Zareen indicated a pair of heavy marble paperweights upon her desk. ‘It took a few tries, but I peaced it and put weights upon its pages. Bill went off for a nice little nap, and when he woke up it was too late to take up snapping at my fingers again.’ She paused and added reflectively, ‘He took it rather well, all things considered, which again leads me to think that he isn’t there to deter people from reading it. He’s just a bad-tempered grouch.’

‘But if he’s not a ghost or a curse, what is he?’

‘A spell,’ said Zareen with a shrug. ‘Though I grant you, it’s a sophisticated enchantment, and more complex than anything I’ve ever met with before. Quite intimidating, even. But considering where you got the thing, I shouldn’t be surprised.’

I took it from this that Zareen had no more idea what the spell was intended to accomplish than I did. And how intriguing a puzzle. A complicated enchantment which had gifted an (apparently) ordinary book with sentience — and an extraordinarily foul vocabulary? One which had, considering the nature of that vocabulary, been placed upon the book some four or five hundred years ago? And one which, for all its sophistication, Zareen had managed to get around with quite a simple charm?

Very curious indeed.

‘If someone was going to go to all that trouble,’ said Jay, ‘I wonder why they didn’t make it more… polite.’

‘A good question.’

I couldn’t help but be tickled by the idea. ‘That’s a sense of humour I can appreciate.’

Zareen grinned. ‘It doesn’t quite fit with the legends of old Farringale, though, does it? The royal court, a place of learning and high art, blah blah.’

‘You’d expect it to express itself in the courtliest language, and with perfect etiquette.’

Zareen looked shifty again. ‘Er, yes. You would.’

‘So the map,’ said Jay, and leaned over the book to get a closer look at it. ‘Where does it lead to?’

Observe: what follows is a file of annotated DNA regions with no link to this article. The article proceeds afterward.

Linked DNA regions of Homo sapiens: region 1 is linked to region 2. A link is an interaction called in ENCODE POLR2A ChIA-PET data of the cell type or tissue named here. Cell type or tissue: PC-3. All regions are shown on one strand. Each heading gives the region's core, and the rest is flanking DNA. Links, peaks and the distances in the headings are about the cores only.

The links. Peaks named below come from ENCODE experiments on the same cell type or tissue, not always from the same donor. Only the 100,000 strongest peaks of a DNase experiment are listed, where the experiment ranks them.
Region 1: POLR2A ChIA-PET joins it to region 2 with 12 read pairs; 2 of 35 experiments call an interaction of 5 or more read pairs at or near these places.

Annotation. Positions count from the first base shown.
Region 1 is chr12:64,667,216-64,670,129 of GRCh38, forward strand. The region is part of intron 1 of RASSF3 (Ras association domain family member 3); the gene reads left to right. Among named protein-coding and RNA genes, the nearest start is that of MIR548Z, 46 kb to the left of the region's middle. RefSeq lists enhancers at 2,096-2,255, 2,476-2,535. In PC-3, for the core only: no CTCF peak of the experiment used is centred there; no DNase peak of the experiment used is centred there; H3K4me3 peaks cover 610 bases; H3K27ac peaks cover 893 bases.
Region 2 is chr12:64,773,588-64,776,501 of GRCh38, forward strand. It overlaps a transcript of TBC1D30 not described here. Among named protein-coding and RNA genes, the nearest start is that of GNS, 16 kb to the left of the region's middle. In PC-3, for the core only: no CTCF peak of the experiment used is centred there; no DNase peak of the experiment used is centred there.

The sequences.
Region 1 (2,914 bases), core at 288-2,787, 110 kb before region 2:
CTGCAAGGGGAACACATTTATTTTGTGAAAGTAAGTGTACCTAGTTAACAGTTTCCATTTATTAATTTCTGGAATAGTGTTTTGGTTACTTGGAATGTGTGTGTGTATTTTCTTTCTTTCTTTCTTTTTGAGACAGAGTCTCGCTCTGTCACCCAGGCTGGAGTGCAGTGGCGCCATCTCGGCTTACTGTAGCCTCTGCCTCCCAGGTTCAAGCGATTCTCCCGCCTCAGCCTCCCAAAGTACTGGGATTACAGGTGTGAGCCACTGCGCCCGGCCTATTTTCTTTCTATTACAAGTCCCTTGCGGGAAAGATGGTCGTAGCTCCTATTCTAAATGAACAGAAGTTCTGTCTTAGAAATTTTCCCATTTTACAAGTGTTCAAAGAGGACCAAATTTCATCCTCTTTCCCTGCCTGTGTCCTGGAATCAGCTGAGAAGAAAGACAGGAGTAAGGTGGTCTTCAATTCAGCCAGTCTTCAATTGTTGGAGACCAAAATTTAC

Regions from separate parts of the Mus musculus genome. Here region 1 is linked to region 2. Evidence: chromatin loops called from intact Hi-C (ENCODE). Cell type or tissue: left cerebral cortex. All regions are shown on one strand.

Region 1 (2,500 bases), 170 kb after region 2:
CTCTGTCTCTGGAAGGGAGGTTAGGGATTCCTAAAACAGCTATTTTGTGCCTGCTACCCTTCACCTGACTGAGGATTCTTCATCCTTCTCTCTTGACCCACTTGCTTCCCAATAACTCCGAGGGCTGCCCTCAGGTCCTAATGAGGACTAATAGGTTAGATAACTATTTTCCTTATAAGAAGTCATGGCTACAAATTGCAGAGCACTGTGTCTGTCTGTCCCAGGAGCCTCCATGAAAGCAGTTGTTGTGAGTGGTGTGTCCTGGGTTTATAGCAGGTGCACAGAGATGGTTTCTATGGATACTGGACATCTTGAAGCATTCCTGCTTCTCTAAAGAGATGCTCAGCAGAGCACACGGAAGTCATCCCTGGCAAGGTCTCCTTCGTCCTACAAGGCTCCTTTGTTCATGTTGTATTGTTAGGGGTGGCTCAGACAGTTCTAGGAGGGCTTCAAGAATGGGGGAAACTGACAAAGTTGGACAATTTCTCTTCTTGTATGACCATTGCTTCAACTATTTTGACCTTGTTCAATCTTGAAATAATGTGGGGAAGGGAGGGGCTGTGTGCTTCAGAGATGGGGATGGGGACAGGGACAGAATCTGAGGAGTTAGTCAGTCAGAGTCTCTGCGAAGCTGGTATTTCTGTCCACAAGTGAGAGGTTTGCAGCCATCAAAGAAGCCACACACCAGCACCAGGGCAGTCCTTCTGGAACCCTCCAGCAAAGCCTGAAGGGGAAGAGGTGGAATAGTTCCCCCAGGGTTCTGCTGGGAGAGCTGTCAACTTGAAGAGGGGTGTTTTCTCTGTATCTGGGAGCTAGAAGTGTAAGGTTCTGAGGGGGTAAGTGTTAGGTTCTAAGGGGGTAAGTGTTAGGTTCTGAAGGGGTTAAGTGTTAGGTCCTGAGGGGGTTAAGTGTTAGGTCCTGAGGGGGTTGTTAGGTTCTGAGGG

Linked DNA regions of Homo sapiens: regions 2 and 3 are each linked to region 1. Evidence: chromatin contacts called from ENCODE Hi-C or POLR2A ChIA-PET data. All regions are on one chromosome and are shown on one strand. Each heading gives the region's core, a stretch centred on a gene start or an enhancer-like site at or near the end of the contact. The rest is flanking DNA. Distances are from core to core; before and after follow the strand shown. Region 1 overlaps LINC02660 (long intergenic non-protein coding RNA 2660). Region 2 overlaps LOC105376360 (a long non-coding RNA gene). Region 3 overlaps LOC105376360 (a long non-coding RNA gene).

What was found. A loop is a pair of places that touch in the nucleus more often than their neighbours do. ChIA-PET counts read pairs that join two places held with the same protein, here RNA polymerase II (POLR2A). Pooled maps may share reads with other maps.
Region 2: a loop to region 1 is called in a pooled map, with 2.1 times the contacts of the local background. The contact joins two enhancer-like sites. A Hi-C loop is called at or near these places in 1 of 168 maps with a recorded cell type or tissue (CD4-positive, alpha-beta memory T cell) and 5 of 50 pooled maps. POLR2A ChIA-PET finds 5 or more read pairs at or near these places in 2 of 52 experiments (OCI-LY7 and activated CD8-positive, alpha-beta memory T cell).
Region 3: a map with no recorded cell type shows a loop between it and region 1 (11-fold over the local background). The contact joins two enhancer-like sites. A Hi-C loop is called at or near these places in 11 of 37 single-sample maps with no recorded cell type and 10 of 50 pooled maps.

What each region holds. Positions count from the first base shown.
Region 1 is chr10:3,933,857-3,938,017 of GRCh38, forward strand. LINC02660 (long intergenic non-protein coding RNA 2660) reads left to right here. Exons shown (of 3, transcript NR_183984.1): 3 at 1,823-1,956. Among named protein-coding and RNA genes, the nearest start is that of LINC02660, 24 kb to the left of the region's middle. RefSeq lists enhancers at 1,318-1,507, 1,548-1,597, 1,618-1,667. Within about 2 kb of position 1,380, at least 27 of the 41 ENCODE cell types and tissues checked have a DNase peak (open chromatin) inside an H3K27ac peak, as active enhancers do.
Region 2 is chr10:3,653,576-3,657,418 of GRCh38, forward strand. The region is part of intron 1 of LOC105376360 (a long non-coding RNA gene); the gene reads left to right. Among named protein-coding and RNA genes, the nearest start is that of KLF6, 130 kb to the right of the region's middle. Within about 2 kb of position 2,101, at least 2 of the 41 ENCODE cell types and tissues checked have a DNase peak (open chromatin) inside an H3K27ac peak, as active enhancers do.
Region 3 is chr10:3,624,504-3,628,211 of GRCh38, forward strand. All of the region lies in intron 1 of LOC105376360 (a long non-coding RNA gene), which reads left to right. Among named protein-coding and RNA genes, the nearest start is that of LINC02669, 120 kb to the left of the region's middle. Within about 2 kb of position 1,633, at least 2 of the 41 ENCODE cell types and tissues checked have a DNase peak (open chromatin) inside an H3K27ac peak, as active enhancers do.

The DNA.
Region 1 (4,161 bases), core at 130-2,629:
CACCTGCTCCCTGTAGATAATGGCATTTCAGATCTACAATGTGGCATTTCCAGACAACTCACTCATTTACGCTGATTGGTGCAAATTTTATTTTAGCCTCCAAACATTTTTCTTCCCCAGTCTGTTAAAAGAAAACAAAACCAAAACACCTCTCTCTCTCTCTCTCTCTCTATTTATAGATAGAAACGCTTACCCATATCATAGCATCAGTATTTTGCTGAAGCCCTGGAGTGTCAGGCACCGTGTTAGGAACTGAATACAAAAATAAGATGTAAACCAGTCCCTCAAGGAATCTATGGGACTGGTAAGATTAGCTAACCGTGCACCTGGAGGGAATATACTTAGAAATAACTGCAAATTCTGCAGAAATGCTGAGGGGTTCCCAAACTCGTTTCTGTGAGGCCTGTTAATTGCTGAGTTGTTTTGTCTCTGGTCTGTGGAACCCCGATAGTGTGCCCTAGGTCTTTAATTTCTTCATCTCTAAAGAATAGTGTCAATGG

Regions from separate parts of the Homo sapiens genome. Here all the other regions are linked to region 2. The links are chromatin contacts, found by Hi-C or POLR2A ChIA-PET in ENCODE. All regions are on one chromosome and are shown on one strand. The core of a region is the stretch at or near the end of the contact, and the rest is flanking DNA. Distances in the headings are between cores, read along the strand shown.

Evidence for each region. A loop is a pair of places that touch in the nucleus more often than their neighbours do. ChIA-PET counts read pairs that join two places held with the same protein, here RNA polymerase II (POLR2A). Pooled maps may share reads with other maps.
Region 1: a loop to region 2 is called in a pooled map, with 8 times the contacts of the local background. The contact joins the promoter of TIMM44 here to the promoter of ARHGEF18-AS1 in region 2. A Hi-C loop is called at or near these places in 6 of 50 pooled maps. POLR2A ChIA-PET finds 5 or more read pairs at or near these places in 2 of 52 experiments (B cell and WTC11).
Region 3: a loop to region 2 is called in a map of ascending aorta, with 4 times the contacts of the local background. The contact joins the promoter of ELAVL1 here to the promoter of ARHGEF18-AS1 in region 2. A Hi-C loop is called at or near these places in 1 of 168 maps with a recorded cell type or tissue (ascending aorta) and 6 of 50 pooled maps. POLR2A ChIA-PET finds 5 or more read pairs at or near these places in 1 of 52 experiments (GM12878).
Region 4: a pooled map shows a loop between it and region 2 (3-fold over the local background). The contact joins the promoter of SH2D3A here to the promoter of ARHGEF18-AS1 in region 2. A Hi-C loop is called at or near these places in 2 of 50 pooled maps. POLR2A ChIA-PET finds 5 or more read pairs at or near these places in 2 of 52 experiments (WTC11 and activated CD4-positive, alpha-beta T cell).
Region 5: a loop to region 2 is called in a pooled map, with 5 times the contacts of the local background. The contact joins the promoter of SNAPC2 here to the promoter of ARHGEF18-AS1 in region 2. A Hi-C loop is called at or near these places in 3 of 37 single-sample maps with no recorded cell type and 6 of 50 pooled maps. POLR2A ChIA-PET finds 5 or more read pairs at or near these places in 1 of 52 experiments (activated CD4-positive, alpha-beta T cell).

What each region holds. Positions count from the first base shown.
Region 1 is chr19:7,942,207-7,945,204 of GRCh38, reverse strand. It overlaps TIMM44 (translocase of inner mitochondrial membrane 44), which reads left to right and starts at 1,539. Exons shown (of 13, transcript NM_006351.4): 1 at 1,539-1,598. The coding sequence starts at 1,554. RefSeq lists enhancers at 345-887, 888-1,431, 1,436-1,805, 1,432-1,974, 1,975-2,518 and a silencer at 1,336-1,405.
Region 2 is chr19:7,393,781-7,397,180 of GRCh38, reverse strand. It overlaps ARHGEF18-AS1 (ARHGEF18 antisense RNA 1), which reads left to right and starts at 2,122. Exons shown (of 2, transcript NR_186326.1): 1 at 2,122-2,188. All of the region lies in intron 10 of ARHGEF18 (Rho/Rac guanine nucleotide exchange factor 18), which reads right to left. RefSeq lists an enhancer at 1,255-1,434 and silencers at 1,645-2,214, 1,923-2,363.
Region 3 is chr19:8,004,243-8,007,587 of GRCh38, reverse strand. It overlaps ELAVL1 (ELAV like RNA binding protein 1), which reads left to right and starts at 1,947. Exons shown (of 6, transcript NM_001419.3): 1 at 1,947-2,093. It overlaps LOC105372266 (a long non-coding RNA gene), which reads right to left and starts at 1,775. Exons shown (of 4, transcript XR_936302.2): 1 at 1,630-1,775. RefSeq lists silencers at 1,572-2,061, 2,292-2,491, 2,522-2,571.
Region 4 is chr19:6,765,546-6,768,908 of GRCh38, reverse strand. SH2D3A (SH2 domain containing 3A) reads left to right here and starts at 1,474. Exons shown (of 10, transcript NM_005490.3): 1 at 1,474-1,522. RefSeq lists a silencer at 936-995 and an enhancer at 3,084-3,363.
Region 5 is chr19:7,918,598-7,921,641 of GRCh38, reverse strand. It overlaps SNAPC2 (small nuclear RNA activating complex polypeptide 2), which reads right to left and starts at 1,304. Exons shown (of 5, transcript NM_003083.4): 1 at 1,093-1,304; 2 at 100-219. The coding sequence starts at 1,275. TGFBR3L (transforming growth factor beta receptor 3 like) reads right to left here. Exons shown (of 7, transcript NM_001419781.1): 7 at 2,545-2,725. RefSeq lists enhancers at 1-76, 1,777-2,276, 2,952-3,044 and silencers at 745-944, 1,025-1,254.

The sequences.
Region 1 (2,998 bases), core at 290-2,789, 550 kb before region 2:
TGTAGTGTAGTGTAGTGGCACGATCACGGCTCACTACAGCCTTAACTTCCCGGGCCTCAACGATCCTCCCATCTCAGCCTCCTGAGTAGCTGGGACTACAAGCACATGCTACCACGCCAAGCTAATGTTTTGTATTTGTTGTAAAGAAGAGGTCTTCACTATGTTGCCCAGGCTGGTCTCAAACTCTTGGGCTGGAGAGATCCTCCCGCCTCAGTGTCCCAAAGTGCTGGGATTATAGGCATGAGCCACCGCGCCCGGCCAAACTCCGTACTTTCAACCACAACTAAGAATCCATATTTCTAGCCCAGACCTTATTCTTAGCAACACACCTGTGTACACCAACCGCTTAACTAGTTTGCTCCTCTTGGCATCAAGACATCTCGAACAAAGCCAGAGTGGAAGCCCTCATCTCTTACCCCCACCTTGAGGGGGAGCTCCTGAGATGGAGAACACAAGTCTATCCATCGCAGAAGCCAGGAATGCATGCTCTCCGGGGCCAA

Zareen pushed her sketch nearer. ‘Might want to consult Val. There’s only one word on it, and when I did a search I didn’t get any hits.’

Drogryre,’ read Jay.

‘No hits at all?’ I repeated, incredulous.

‘Not one. So this place is—’

‘—even more lost to the mists of time than Farringale,’ I finished.

‘Or just an extremely well-kept secret,’ suggested Jay. He picked up the map and stuck it in his pocket, then made to collect the book, too.

Zareen stopped him. ‘Where are you going with those?’

‘To find Drogryre. Isn’t that what we do next?’

‘Give the book to Ves.’

This requirement made as much sense to me as it did to Jay, who looked irritated. But he complied, stepping back to make room for me.

I picked up the book very carefully, still expecting it to hurl abuse at me. But it remained blissfully quiet.

‘Don’t open it until you get to the library,’ Zareen recommended, and seemed in a hurry to usher us out.

‘Why not?’ I said.

‘It’s asleep right now.’

‘What do you mean by—’ I began, but the door was already closing behind us.

‘Bring me back something with bones!’ yelled Zareen through the door as we walked away.

‘There’s something fishy about all that,’ said Jay.

I had to agree. We made it halfway back to the library before curiosity overcame the both of us. ‘I have to open it,’ I said.

‘Go on,’ said Jay.